During the scene where Willard is briefed about his assignment he is played audio tape of Kurtz’ demented rantings. It is but a glimpse into the tortured psyche of the army legend. As Willard will discover through his own personal experience with his target, Kurtz had a revelation about the enemy and it was this precise moment where he “got off the boat.” He discovered that the Viet Cong were willing to go so far as to chop off the arms of little children to win a war. The discovery of this pile of human debris shook Kurtz to his core. He wept. But then he became a believer. He realized that the reason America was losing the war was because it was not willing to be as indecent in battle as the Viet Cong and Cambodians, who were more than willing to do so. From that point on, he waged his own successful campaigns against the enemy. (Disturbed by his sudden change in character, and the unauthorized assassination of 4 Vietnamese intelligence officers, his superiors found his methods “unsound”.)

When Willard and the surviving members of an American patrol boat – who have the thankless task of getting him to his destination safely through enemy territory – finally arrive at his compound, the lingering stench of death is everywhere: Bodies and detached heads litter the environment untouched as permanent reminders of the lessons learned not only by Kurtz but his eager followers.

Willard is not the first man assigned to kill him. Very briefly, we meet Colby (played by a then-unknown Scott Glenn) who became seduced by Kurtz’ intellectualism and probably felt safe under his command like the other hundreds who survive here. (In an earlier scene, Willard looks at a letter Colby tried to write to his family explaining his situation.)

What happens in Apocalypse Now isn’t nearly as important as its emotional impact. We know war is hell. But do we know how the experience of war truly feels?

With a decorated Vietnam vet running for the U.S. Presidency this year this war has come back into the spotlight again. Democratic candidate John Kerry returned to America after serving his country to testify about what he saw. He talked about things Apocalypse Now is more than willing to show; that of civilians being killed, accidentally and sometimes, on purpose. Consider the scene where the patrol boat’s leader (the great Albert Hall) notices a civilian boat and decides to investigate without Capt. Willard’s consent. What happens next is tragic. A misunderstanding leads to trigger-happy consequences as the patrol boat’s youngest crew member, Clean (played by 14-year-old Laurence Fishburne), overreacts with foolish bravado. When you watch this scene you immediately understand how easy it is to get confused, to make split second decisions that aren’t always the right ones. It makes one greatly empathize with people like Bob Kerrey who found themselves in similar circumstances. For those who have never been in the war zone to criticize the actions of those who have is deeply hypocritical. I doubt very highly that anyone would’ve reacted differently than Clean, (or Bob Kerrey, for that matter), given those circumstances and that heightened, tense atmosphere.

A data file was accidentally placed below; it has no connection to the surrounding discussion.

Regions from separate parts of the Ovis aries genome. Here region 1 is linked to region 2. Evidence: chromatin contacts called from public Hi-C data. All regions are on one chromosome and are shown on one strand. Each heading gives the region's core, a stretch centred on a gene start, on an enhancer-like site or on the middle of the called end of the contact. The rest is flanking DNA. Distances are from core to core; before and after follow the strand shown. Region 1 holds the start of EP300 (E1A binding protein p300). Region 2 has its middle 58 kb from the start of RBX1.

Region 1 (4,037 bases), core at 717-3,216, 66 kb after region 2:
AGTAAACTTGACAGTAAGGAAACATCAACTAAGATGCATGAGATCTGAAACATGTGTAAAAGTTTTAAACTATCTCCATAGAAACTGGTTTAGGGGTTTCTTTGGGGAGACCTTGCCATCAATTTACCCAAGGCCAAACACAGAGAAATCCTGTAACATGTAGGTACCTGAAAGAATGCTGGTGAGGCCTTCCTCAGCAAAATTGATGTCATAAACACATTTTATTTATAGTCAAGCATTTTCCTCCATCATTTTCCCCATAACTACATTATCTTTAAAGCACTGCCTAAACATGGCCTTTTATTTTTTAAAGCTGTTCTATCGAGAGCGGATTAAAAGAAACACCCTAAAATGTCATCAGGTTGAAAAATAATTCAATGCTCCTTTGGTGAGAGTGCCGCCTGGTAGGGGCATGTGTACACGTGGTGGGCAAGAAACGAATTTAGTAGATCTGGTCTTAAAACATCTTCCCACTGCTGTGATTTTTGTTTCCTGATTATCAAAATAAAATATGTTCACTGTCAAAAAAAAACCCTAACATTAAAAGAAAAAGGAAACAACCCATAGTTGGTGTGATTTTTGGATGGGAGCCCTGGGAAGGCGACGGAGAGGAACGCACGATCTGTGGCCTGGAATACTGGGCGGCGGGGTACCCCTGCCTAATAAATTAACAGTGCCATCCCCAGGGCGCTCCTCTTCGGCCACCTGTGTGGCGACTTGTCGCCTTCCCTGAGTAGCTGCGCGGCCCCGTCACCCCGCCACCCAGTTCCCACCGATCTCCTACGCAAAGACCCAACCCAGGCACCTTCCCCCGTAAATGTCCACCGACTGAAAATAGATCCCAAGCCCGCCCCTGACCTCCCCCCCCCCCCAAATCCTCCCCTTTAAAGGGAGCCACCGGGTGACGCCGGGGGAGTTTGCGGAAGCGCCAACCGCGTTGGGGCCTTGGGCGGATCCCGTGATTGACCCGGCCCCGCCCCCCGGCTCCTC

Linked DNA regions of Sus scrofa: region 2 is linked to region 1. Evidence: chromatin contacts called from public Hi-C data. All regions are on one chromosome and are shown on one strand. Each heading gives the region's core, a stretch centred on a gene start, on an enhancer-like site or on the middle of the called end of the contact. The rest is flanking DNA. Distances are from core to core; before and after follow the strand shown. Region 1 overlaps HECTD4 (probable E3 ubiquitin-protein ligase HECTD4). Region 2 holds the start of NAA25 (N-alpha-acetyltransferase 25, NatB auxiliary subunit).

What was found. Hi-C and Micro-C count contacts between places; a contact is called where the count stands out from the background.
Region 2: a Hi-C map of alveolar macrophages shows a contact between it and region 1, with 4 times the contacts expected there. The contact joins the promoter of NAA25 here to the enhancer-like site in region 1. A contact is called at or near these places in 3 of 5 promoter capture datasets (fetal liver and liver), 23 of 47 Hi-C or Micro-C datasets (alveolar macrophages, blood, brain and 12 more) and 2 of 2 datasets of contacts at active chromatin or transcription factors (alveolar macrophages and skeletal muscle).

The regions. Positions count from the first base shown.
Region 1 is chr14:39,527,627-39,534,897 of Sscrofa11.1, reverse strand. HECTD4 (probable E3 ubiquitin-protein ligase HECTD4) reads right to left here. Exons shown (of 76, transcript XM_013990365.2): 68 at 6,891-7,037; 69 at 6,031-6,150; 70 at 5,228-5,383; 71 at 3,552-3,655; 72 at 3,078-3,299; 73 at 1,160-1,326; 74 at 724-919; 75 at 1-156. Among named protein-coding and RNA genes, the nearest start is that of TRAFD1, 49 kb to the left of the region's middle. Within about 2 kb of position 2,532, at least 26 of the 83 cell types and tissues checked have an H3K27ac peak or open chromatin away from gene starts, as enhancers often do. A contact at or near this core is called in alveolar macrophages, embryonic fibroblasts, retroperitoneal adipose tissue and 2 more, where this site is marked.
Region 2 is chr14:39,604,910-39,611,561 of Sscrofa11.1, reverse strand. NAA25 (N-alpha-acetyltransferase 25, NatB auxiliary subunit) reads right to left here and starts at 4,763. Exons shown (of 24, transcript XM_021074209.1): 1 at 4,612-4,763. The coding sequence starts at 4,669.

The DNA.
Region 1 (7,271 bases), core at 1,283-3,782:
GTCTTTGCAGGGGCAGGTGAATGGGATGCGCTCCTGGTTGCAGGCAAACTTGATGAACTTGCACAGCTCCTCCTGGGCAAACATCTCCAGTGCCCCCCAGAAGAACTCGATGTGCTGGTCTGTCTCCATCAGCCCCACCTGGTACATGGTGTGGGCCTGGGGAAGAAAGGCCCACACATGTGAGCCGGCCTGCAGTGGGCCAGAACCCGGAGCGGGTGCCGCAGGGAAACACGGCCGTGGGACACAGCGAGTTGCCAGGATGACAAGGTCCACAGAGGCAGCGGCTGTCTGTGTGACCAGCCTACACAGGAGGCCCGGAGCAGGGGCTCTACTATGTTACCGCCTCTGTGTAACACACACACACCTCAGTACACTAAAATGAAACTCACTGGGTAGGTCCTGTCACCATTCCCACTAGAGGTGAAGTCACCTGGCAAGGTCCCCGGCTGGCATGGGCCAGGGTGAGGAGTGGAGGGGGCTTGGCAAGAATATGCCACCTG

By the time Willard and 2 surviving patrol boat crew members arrive at Kurtz’ compound in Cambodia, the movie is literally drenched in intensity and madness. And then Willard meets Kurtz and we experience the best scenes in the movie. Brando’s method of taking his time to speak in a resigned, deathly tone; taking dramatic pauses in the middle of sentences, hiding mostly in shadow, is ingenious. We neither hate nor love Kurtz but are mesmerized by him. When he talks about his war experiences and his startling revelations about the enemy, we completely understand why Willard admires him. But he has a job to do. But will he find the closure he so desperately desires?

For a film that is now a quarter of a century old to be as powerful for me today as it was for the audiences who saw it in 1979 is a remarkable achievement. It is that rare movie that makes you say, “Wow,” out loud more than once. Filled with great performances from top to bottom, stellar Academy Award-winning cinematography, and painfully incisive writing that incinerates the protective “happy” bubble that protects our souls from such reality, Apocalypse Now is Vietnam, just like Francis Ford Coppola proclaimed at his famous press conference. And as Kurtz tells Willard late in the movie, “I never want to forget.” Neither do we.

Dennis Earl
Hamilton, Ontario, Canada
Monday, February 20, 2006
12:58 p.m.
Published in: on February 20, 2006 at 1:46 pm  Leave a Comment